Designers can no longer afford to ignore one of the most economically and environmentally impactful industries in the world.
Though Americans consume on average 200 pounds of meat each year, few stop to ponder the ways in which animals are bred, raised, and slaughtered. Largely hidden from public view, the global livestock sector is arguably the most ecologically influential industry in the world. It directly and indirectly impacts the world’s land and water resources, eroding biodiversity and contributing measurably to climate change. The sheer size of the industry makes it difficult to understand as a single system. In order to meet the world’s ever growing demand for meat products, the industry occupies 30% of the ice-free surce of the earth, uses 20% of the world’s fresh-water resources and contributes 18% of global greenhouse emissions. In fact, poultry operations alone are so large that chickens are estimated to outnumber humans worldwide by three to world. Yet however vast a system, the industry depends on a tightly coordinated and highly localized infrastructure to support production, processing and distrubtion networks.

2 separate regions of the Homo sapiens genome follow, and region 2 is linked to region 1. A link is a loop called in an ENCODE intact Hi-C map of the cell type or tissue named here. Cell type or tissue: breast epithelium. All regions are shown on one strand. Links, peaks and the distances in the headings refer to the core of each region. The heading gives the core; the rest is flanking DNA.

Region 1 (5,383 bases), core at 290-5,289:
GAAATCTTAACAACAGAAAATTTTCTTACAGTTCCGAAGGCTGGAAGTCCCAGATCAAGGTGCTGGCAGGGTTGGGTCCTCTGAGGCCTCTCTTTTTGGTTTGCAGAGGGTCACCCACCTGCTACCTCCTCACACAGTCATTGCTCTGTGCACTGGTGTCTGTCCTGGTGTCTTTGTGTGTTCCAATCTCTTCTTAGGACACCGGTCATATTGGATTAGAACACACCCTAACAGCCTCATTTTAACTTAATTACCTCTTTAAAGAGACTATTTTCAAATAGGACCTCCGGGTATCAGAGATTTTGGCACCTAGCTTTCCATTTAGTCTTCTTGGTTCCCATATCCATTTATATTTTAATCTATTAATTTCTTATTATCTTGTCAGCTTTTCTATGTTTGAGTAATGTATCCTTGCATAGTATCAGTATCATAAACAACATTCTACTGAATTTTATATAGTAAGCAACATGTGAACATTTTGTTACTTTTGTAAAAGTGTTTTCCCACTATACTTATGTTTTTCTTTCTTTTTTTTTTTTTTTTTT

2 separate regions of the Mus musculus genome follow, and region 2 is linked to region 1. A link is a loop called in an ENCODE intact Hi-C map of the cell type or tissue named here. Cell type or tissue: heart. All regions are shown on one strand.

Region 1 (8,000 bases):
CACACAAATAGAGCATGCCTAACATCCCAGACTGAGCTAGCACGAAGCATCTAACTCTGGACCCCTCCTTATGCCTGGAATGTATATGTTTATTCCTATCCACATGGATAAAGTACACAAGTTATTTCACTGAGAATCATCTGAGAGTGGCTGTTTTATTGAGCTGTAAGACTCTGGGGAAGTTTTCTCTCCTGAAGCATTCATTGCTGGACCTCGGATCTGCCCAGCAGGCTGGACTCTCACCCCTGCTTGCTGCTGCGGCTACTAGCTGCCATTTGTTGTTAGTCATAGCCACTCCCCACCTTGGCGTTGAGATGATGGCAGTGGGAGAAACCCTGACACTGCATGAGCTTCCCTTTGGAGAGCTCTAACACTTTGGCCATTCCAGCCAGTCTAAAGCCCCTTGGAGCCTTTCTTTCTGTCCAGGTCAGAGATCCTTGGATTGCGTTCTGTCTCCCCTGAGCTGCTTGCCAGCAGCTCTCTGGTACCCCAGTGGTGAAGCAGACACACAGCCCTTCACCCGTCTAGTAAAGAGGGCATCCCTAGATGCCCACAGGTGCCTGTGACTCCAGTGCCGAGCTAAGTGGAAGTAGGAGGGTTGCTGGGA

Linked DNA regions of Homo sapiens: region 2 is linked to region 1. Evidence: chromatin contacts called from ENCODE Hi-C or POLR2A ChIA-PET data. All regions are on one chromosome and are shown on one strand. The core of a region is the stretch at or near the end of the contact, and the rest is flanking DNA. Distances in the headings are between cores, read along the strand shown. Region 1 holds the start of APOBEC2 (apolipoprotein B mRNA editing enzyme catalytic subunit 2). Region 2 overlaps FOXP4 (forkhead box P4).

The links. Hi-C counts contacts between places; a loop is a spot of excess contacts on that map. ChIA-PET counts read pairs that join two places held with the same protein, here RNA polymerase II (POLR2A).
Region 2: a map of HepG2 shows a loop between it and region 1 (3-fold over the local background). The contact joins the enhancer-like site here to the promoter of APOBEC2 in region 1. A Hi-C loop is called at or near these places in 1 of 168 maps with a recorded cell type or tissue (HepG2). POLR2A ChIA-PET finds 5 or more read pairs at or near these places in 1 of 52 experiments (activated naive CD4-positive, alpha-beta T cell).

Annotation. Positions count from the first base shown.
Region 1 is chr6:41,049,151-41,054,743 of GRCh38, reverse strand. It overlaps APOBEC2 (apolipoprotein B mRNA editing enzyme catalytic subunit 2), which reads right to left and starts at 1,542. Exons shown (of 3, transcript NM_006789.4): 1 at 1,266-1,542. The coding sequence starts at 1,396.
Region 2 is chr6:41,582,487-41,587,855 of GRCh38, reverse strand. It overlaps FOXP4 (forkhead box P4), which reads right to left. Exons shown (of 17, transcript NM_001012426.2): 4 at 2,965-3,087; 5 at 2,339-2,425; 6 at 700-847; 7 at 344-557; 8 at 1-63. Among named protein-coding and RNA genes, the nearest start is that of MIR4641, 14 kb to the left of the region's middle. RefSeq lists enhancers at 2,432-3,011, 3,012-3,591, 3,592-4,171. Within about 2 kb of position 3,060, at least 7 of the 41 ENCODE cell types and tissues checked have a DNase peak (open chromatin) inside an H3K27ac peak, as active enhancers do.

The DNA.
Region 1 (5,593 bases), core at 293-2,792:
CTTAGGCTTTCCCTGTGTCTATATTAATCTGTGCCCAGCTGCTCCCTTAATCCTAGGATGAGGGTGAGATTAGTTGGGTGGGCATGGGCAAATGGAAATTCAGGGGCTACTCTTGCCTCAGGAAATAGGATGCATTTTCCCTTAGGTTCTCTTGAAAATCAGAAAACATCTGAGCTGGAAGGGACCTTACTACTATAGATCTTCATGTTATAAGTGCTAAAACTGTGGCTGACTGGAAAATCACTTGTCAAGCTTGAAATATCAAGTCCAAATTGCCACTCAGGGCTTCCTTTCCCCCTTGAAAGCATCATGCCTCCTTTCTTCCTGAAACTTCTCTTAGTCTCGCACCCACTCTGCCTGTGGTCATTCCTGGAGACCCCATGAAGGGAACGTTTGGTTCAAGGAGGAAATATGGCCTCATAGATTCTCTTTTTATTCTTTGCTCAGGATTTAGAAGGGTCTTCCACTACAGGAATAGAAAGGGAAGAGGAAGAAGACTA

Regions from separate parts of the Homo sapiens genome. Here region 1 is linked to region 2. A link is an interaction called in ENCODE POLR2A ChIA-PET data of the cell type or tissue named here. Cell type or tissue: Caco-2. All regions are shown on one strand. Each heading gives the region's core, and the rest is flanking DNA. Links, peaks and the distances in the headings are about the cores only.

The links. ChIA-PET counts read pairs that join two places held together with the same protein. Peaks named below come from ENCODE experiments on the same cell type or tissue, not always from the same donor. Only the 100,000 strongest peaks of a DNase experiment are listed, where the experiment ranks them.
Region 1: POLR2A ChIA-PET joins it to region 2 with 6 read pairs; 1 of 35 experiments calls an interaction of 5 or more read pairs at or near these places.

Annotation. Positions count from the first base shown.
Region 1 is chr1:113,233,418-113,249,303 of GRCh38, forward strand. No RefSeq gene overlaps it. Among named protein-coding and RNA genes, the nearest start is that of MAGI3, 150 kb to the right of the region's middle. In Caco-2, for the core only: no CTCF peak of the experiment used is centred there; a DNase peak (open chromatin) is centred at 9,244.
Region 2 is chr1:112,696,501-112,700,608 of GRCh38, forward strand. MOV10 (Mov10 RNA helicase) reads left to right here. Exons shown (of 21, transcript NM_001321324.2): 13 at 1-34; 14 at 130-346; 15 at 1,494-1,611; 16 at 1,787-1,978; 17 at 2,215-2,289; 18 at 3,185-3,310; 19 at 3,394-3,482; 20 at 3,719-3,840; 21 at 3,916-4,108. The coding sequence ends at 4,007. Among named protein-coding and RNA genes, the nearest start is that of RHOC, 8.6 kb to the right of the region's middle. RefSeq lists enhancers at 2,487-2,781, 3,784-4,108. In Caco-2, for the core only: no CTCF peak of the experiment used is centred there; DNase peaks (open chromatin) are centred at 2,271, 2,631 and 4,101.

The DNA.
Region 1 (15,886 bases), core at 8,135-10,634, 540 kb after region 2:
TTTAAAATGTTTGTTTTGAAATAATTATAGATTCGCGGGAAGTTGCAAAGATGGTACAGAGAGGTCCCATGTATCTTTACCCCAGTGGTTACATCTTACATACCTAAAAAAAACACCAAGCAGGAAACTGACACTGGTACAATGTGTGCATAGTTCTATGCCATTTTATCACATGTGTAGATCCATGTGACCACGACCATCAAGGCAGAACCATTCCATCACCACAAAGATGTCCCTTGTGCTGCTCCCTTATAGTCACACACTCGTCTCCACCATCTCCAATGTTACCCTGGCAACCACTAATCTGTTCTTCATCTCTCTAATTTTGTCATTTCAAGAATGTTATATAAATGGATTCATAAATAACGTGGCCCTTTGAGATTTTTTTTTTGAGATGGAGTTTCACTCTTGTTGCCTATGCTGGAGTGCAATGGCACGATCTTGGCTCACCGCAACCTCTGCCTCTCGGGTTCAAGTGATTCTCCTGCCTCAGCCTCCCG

Architects and landscape architets can no longer afford to ignore one of the most economically and environmental industries in the world. While much has been written about the ecological and ethical implications of meat production, there remains an opportunity to explore the infrastructural and architectural manifestations of the sector. This research project attempts just that, by analyzing the landscape of livestock and poultry production in the United States.